‘Pretty dramatic increases’: High fuel prices expected to hit rural Alaska hard
JUNEAU, Alaska (KTUU) - High prices for gasoline, diesel and heating oil are expected to hit rural Alaska hard as communities make bulk fuel purchases.
In Western Alaska, all goods are either delivered by barge or by plane. Fuel surcharges are added to shipping costs and those are projected to shoot up with the higher cost of energy.
The first spring barge is set to come to Western Alaska in two weeks. Mike Poston, director of sales at Vitus Energy, LLC., explained that crude oil prices are 50% higher than they were in June last year.
“The market should plan for increases in energy prices well over $1.50 per gallon higher than last fall,” he said through a prepared statement on March 1.
Eight days later, Vitus Energy said there had been another increase of 54 cents to the price per gallon of diesel and gasoline.
“What we’re seeing is about the time the barges are going to load up and sail out west to begin deliveries, (it) looks like it’s going to be right at the peak of the market,” Poston said. “Or at least, so far, that looks like it’s going to be the peak of the market.”
This price hike is occurring at exactly the wrong time for rural Alaska. Fuel will soon start to be delivered for use in summer. Tribal organizations, village corporations and local governments are also planning bulk fuel purchases that need to be made well in advance of fall deliveries for next winter.
Poston said he’s hearing concern from small communities making fuel orders at these high price points with no sign that they will drop significantly.
“We hear things like, ‘That’s going to blow our budget,’” he said. “We hear things like, ‘Oh my, that’s horrible.’”
Eugene Asicksik, president of the Shaktoolik Native Corp., has been in conversations with members of the Norton Sound Economic Development Corp. about ordering a year’s worth of fuel to be delivered by supertanker to Shaktoolik and nearby communities.
The order is set to be made by the end of the month, Asicksik said. He added that gasoline in Shaktoolik is already selling at $4.96 per gallon with tax.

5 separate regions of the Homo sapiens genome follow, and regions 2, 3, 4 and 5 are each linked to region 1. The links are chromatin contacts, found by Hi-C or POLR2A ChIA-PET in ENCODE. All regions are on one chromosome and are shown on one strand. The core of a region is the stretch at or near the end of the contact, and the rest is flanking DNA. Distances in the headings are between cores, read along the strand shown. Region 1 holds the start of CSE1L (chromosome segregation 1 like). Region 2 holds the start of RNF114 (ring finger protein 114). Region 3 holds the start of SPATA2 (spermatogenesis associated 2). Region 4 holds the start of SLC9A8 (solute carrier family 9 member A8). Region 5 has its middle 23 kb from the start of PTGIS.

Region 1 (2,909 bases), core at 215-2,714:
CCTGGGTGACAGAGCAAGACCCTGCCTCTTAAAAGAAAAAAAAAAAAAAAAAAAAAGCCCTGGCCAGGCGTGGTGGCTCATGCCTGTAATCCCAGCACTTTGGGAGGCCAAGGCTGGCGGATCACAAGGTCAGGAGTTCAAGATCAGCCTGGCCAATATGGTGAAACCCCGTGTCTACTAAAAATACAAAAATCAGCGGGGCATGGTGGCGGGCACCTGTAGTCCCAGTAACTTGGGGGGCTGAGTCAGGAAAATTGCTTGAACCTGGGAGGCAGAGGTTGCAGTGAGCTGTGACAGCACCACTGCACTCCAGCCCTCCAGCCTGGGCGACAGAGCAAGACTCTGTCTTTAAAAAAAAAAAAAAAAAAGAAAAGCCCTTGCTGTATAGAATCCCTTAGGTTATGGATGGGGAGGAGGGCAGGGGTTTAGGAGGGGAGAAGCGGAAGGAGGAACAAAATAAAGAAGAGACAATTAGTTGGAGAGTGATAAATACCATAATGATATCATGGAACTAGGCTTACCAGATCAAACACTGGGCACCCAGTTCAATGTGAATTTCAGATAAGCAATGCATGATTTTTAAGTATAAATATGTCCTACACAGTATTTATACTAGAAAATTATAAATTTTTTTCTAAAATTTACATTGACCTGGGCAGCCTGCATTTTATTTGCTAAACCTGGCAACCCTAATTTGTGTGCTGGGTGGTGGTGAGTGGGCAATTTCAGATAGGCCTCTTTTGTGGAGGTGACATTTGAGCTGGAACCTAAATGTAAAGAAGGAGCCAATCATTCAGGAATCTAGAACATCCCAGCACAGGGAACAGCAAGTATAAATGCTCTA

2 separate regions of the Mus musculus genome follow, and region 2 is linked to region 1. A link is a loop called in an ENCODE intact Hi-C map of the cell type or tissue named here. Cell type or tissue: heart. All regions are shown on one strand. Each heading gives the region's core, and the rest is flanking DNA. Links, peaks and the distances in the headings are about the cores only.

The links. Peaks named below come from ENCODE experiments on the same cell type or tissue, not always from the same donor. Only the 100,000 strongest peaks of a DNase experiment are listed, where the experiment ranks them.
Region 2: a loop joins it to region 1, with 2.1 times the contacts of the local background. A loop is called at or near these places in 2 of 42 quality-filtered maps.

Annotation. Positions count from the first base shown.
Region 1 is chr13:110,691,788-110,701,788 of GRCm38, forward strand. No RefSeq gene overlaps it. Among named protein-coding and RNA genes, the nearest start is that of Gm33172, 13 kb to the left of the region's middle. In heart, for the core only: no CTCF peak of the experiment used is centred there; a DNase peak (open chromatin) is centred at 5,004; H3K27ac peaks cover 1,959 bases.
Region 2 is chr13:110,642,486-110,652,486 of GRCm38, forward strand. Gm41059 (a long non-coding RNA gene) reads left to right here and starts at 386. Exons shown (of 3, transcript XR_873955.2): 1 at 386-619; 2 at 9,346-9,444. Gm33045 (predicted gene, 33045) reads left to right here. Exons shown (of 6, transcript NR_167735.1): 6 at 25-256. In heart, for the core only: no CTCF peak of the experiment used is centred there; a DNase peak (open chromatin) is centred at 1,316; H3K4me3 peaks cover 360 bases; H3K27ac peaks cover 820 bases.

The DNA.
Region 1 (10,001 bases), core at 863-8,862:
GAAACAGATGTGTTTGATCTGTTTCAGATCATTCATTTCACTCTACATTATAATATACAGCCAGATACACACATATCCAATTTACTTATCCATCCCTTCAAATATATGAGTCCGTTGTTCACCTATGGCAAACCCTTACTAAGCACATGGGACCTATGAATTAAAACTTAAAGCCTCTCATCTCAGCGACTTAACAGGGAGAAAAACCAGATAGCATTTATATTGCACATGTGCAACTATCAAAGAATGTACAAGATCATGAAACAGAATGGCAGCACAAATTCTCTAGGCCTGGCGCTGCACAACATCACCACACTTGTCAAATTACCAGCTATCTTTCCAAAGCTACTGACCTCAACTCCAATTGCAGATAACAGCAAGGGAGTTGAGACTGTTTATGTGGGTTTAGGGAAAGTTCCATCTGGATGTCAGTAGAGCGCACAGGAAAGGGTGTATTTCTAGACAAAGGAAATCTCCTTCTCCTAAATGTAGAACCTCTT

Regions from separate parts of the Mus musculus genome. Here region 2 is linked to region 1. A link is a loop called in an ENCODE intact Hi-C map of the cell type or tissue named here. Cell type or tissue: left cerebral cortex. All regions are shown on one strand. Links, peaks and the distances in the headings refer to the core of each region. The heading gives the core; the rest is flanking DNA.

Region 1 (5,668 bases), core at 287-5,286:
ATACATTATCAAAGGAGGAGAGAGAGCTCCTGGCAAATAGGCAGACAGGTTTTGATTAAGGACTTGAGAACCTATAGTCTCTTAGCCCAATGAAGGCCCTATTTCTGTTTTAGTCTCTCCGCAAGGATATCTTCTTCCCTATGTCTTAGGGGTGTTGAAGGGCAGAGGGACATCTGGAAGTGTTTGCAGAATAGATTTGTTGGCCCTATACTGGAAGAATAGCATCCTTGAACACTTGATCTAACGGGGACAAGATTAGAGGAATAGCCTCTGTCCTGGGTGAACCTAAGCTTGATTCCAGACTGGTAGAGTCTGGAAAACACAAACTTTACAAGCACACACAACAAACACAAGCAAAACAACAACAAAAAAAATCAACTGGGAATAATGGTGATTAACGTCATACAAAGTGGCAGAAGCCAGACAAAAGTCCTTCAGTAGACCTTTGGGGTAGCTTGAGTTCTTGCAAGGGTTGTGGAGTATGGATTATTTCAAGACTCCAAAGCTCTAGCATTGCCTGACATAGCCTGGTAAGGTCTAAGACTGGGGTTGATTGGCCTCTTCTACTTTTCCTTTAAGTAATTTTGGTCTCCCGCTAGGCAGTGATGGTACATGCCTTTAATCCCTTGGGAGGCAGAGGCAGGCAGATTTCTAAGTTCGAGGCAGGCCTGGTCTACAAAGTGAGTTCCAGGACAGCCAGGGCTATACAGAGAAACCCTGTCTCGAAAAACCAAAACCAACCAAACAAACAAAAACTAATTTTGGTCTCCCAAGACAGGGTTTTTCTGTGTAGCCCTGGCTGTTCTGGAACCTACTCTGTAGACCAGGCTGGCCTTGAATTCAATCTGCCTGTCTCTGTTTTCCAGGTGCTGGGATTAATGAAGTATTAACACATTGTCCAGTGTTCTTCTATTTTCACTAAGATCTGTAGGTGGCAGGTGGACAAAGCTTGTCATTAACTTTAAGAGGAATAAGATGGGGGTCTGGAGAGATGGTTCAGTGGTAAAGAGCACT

“The way projections are going, I would say you could just about double that,” he said. For dozens of communities, power bills could increase by 50%.
The Alaska Village Electric Cooperative is the utility for 58 communities across rural Alaska, including the hub community of Bethel. The cooperative burns over 8 million gallons of diesel a year to power those communities.
Bill Stamm, CEO of the cooperative, said it buys fuel futures, a million gallons at a time, to lock in a price for the months ahead.
“We are buying at a fixed rate, in the anticipation that the rates, when we actually need the fuel, will be higher,” he said. “We’ve been doing a little bit of that and watching the crazy market as things go up and down with the cost of fuel recently.”
With the roller coaster in daily oil prices that shot up above $125 a barrel on Tuesday, and back down a little on Wednesday, Stamm stressed that making bulk fuel purchases is a “daily gamble.”
But, there is help out there. The Alaska Department of Commerce, Community and Economic Development has a revolving loan fund for communities with 2,000 or fewer people to help make bulk fuel buys.
The Power Cost Equalization program helps rural Alaska residents pay for their higher energy costs. Curtis Thayer, head of the Alaska Energy Authority, said there are no cash flow problems in getting relief out to eligible Alaskans.
He, too, has been hearing stories from communities grappling with the impacts of higher fuel costs.
“They’re seeing some pretty dramatic increases,” he said.
The House of Representatives is debating whether to pay a $1,300 “energy relief check” in addition to a $1,250 Permanent Fund dividend. Across the Capitol, legislators expect a larger PFD will be paid in 2022 than in recent years.
Gov. Mike Dunleavy spoke about higher fuel prices on Tuesday and their impact on rural Alaska. He said the PFD is the best way to disburse relief.
Copyright 2022 KTUU. All rights reserved.